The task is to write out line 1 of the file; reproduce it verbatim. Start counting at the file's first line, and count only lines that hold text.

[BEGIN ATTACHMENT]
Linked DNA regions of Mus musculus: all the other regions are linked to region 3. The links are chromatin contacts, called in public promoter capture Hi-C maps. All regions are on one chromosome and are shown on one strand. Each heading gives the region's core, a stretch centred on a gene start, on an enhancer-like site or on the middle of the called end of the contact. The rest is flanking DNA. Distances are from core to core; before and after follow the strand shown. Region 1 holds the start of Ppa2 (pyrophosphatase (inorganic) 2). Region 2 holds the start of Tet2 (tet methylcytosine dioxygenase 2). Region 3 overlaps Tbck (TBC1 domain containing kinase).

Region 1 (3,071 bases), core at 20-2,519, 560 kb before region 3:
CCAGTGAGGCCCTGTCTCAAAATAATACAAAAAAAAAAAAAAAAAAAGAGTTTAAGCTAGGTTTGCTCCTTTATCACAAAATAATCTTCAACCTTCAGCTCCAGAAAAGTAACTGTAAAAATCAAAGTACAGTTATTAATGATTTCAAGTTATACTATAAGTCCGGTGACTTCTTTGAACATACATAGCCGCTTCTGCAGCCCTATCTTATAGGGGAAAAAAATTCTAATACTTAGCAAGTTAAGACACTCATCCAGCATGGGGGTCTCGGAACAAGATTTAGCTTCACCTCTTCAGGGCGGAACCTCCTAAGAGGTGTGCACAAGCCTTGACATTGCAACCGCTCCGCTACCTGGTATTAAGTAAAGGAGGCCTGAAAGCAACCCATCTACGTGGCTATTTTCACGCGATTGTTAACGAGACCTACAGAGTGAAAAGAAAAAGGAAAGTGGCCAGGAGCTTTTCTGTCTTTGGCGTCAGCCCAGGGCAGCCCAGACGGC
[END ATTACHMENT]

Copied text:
Linked DNA regions of Mus musculus: all the other regions are linked to region 3. The links are chromatin contacts, called in public promoter capture Hi-C maps. All regions are on one chromosome and are shown on one strand. Each heading gives the region's core, a stretch centred on a gene start, on an enhancer-like site or on the middle of the called end of the contact. The rest is flanking DNA. Distances are from core to core; before and after follow the strand shown. Region 1 holds the start of Ppa2 (pyrophosphatase (inorganic) 2). Region 2 holds the start of Tet2 (tet methylcytosine dioxygenase 2). Region 3 overlaps Tbck (TBC1 domain containing kinase).